Stella Malone, 22, found herself alone in a hospital room with 17 staples in her arm. She had cut herself with a kitchen knife, almost slashing her main artery.
After a weekend of binge drinking, Malone got in a fight with her mom that ended with her cutting herself with a serrated kitchen knife.
“It wasn’t just a cut; it was a laceration that was so deep,” Malone said.
She was put in a behavior health clinic.
While she was there she asked God for hope.
“I was like, ‘God if you’re real, I need to feel you. I need to see you, I need you to do something in my life,'” Malone said.
Malone was diagnosed with Bipolar disorder and Depression at the age of 13.
“I lived my life with a cloud over me, with doctors telling me I had all of this stuff wrong with me like how I would be depressed forever. All of these really sad things,” Malone said.
She started abusing alcohol and marijuana at the age of 13 or 14 years old.
“I did a lot of things to be accepted, and I did a lot of things out of loneliness,” Malone said.
Malone started using other substances such as Xanax, Hydrocodone and Vicodin.
“Throughout my school years, I was really big into Xanax. It was something that really took me away from whatever I was facing in the day,” Malone said.
Before Malone graduated high school she started using Ecstasy. This habit caused her to have anxiety problems, Malone said.
On June 21, 2004, her close friend died of an overdose of Oxycontin and Xanax.
Malone vowed to never use drugs again, but shortly after she moved to Dallas for college her feelings of loneliness returned and she fell back into her habits of partying and Ecstasy.
“I literally thought I was losing my mind. I thought I was seeing things. I was hearing voices, and I wanted to kill myself,” Malone said.
Malone’s last experience with hard drugs was in 2004. She stopped using because she thought she saw the ghost of her friend who had died.
Although she became drug free, alcohol was still a problem in her life.
“I got tired of it. I got tired of living that life. I got tired of trying to fill voids with alcohol and drugs, with substances and self-mutilation,” Malone said.
After the confrontation with her mom and cutting herself, Malone stopped drinking and turned her life around completely.
Malone is now actively seeking God in her life and is the leader of a local organization called Steal, Kill and Destroy that she started during the summer of 2008.
SKAD is an organization of young people reaching out to other young people with love.
It was originally started to raise awareness about drug addiction, suicide, and other destructive behaviors.
“It turned into a movement of love, a movement of acceptance, and to promote positive lifestyles to youth because they are important,” Malone said.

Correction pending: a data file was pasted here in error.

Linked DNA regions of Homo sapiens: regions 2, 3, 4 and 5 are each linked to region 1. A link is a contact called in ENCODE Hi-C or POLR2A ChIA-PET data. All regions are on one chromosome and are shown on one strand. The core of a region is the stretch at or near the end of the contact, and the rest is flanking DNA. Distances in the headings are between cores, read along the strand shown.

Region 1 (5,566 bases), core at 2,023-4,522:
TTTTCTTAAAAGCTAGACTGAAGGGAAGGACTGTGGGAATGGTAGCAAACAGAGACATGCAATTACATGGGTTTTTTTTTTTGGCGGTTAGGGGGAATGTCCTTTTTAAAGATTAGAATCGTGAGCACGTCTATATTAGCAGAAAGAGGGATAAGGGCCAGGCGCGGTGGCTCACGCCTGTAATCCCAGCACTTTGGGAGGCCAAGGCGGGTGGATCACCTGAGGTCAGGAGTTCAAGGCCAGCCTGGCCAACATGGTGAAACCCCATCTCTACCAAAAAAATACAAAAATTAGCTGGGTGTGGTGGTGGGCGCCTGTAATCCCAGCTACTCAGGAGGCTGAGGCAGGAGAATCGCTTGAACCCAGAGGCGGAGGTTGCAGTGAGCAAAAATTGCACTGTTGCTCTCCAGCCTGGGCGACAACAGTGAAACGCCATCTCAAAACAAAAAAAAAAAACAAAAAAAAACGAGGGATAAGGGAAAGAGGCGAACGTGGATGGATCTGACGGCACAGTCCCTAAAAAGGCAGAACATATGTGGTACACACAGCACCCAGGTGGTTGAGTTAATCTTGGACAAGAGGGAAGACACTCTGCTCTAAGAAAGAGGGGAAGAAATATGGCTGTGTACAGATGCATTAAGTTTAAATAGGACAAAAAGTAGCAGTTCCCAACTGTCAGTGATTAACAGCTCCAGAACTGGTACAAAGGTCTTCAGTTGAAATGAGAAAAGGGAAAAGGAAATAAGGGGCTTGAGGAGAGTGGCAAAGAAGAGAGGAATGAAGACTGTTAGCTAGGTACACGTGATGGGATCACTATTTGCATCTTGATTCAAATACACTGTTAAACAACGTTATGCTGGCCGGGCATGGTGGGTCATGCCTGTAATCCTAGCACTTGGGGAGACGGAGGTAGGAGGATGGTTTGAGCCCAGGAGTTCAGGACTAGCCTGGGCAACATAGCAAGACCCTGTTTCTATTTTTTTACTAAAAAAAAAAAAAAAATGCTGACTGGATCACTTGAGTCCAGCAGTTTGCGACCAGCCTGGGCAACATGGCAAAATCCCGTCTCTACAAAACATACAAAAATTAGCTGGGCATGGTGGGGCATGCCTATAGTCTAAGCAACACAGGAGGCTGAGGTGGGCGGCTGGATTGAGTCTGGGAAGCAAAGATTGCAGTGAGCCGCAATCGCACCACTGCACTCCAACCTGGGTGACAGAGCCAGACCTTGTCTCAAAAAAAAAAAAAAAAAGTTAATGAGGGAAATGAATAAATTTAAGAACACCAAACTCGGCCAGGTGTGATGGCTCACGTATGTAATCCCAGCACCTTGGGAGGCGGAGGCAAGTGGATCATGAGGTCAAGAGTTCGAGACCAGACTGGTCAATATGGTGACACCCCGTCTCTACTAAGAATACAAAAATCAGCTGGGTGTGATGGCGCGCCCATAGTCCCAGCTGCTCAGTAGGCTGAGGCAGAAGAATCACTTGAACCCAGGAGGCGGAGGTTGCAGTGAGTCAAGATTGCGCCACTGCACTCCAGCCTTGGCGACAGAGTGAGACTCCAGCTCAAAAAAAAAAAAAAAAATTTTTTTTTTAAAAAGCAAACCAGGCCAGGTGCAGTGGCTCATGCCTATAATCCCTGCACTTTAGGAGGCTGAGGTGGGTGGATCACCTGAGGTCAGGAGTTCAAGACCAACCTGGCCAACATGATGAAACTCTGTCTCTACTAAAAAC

SKAD is a faith-based organization, but they do not want to push their faith on anyone.
“What we are trying to do is just show them love and compassion through all circumstances no matter what their beliefs are,” Malone said.
SKAD is not affiliated with any one church.
Jacob Page, a Bible major at TJC and a recovering drug addict, attends SKAD regularly. Page recently lost his house and both of his parents in a house fire on March 4, 2009.
“SKAD has really helped me through what I was going through,” Page said, “They are real people who really love God.”
SKAD is based on the Bible verse John 10:10 that says: “the thief comes to steal kill and destroy; I come that they may have life, and have it to the full.”
The organization meets on Tuesdays for a leadership meeting and Thursday nights for an event called Community Night that is held at Starbucks on South Broadway Avenue. At community night the kids talk about issues going on in their lives and sometimes a topic from the Bible.
Anyone is welcome to Community Night.
The local music scene plays a big role in SKAD’s outreach. They believe music has a big influence on people’s lives.
“We like to promote at concerts, that’s mostly the scene that we are in,” Samantha McMahn, 17-year-old Chapel Hill high school student and member of SKAD, said.
The organization is in need of funding in order to hold community events and functions. The members of SKAD say that God is faithful and will give them what they need if it is his plan.
Malone hopes SKAD will truly impact people.
“I don’t want this to be a trend. I don’t want this to be a fad. I don’t want this just to be the next big thing. I want this to be something that truly impacts and changes lives,” Malone said.
For more information contact Stella Malone at StellaSKAD@gmail.com, or visit http://www.myspace.com/stealkillanddestroy.